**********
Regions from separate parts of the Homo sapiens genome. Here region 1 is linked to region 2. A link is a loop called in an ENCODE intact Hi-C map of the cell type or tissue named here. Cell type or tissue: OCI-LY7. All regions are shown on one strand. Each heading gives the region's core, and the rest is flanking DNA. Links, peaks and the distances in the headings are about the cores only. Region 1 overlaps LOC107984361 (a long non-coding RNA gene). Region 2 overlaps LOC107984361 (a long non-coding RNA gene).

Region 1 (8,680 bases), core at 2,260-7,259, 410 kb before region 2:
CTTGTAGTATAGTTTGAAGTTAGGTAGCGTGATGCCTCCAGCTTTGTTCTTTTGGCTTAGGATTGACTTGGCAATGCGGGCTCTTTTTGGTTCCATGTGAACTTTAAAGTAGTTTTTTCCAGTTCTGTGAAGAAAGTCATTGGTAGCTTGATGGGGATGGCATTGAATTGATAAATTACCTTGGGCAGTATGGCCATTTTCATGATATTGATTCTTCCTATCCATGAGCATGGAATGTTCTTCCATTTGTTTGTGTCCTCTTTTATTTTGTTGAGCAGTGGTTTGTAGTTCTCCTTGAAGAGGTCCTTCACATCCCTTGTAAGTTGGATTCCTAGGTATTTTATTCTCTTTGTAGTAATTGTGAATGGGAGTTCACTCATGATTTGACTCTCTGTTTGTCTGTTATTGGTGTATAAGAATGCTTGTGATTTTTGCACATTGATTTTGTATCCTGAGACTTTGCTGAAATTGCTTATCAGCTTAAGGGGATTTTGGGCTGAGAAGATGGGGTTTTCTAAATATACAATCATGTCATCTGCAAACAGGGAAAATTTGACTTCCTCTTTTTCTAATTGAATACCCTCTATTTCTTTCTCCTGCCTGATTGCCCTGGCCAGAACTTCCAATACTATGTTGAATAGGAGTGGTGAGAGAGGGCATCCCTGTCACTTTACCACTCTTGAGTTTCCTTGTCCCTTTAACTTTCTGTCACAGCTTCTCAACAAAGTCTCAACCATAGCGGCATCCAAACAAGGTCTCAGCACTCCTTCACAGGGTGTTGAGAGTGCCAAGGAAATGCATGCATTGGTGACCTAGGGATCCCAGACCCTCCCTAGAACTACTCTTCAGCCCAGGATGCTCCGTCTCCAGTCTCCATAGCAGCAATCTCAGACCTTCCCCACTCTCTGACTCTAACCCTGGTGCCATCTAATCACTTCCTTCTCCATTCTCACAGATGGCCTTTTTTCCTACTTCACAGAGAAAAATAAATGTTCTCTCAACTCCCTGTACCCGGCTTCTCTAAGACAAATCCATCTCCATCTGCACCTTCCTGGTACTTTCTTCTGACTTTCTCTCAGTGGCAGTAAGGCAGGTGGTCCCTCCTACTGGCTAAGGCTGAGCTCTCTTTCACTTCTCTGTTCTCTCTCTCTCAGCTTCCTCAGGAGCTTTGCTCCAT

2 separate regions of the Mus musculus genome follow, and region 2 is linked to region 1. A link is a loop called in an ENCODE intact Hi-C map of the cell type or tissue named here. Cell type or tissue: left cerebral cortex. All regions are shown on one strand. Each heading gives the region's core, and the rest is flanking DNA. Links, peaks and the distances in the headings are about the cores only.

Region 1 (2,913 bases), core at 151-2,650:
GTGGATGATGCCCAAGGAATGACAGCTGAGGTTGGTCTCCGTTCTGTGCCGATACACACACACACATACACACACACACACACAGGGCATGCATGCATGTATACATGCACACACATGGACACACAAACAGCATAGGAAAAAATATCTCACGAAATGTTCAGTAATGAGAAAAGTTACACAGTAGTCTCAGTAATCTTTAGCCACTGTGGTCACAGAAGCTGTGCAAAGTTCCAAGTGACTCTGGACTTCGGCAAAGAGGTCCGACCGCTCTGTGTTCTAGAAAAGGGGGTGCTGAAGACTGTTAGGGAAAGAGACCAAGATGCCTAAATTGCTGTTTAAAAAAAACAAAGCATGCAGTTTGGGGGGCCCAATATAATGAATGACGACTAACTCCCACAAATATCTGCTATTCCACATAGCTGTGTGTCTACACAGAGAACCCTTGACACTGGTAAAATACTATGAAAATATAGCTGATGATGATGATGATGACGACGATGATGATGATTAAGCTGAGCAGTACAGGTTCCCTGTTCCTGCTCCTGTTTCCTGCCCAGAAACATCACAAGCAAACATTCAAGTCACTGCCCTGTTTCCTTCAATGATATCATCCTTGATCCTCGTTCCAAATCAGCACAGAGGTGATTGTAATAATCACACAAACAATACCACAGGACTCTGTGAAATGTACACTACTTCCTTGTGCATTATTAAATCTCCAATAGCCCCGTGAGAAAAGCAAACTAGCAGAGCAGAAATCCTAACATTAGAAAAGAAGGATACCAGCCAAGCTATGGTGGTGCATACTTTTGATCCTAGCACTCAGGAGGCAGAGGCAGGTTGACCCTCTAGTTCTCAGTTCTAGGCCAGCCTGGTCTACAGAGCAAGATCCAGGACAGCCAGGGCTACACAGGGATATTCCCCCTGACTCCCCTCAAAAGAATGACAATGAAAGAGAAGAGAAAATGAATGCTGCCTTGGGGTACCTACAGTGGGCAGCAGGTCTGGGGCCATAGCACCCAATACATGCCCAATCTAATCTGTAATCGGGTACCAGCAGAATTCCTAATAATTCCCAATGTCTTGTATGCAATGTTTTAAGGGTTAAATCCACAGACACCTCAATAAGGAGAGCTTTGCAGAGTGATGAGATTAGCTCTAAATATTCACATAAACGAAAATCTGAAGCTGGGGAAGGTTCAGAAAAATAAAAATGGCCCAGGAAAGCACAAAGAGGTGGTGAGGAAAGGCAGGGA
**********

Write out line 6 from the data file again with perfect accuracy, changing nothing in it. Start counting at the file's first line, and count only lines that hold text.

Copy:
GTGGATGATGCCCAAGGAATGACAGCTGAGGTTGGTCTCCGTTCTGTGCCGATACACACACACACATACACACACACACACACAGGGCATGCATGCATGTATACATGCACACACATGGACACACAAACAGCATAGGAAAAAATATCTCACGAAATGTTCAGTAATGAGAAAAGTTACACAGTAGTCTCAGTAATCTTTAGCCACTGTGGTCACAGAAGCTGTGCAAAGTTCCAAGTGACTCTGGACTTCGGCAAAGAGGTCCGACCGCTCTGTGTTCTAGAAAAGGGGGTGCTGAAGACTGTTAGGGAAAGAGACCAAGATGCCTAAATTGCTGTTTAAAAAAAACAAAGCATGCAGTTTGGGGGGCCCAATATAATGAATGACGACTAACTCCCACAAATATCTGCTATTCCACATAGCTGTGTGTCTACACAGAGAACCCTTGACACTGGTAAAATACTATGAAAATATAGCTGATGATGATGATGATGACGACGATGATGATGATTAAGCTGAGCAGTACAGGTTCCCTGTTCCTGCTCCTGTTTCCTGCCCAGAAACATCACAAGCAAACATTCAAGTCACTGCCCTGTTTCCTTCAATGATATCATCCTTGATCCTCGTTCCAAATCAGCACAGAGGTGATTGTAATAATCACACAAACAATACCACAGGACTCTGTGAAATGTACACTACTTCCTTGTGCATTATTAAATCTCCAATAGCCCCGTGAGAAAAGCAAACTAGCAGAGCAGAAATCCTAACATTAGAAAAGAAGGATACCAGCCAAGCTATGGTGGTGCATACTTTTGATCCTAGCACTCAGGAGGCAGAGGCAGGTTGACCCTCTAGTTCTCAGTTCTAGGCCAGCCTGGTCTACAGAGCAAGATCCAGGACAGCCAGGGCTACACAGGGATATTCCCCCTGACTCCCCTCAAAAGAATGACAATGAAAGAGAAGAGAAAATGAATGCTGCCTTGGGGTACCTACAGTGGGCAGCAGGTCTGGGGCCATAGCACCCAATACATGCCCAATCTAATCTGTAATCGGGTACCAGCAGAATTCCTAATAATTCCCAATGTCTTGTATGCAATGTTTTAAGGGTTAAATCCACAGACACCTCAATAAGGAGAGCTTTGCAGAGTGATGAGATTAGCTCTAAATATTCACATAAACGAAAATCTGAAGCTGGGGAAGGTTCAGAAAAATAAAAATGGCCCAGGAAAGCACAAAGAGGTGGTGAGGAAAGGCAGGGA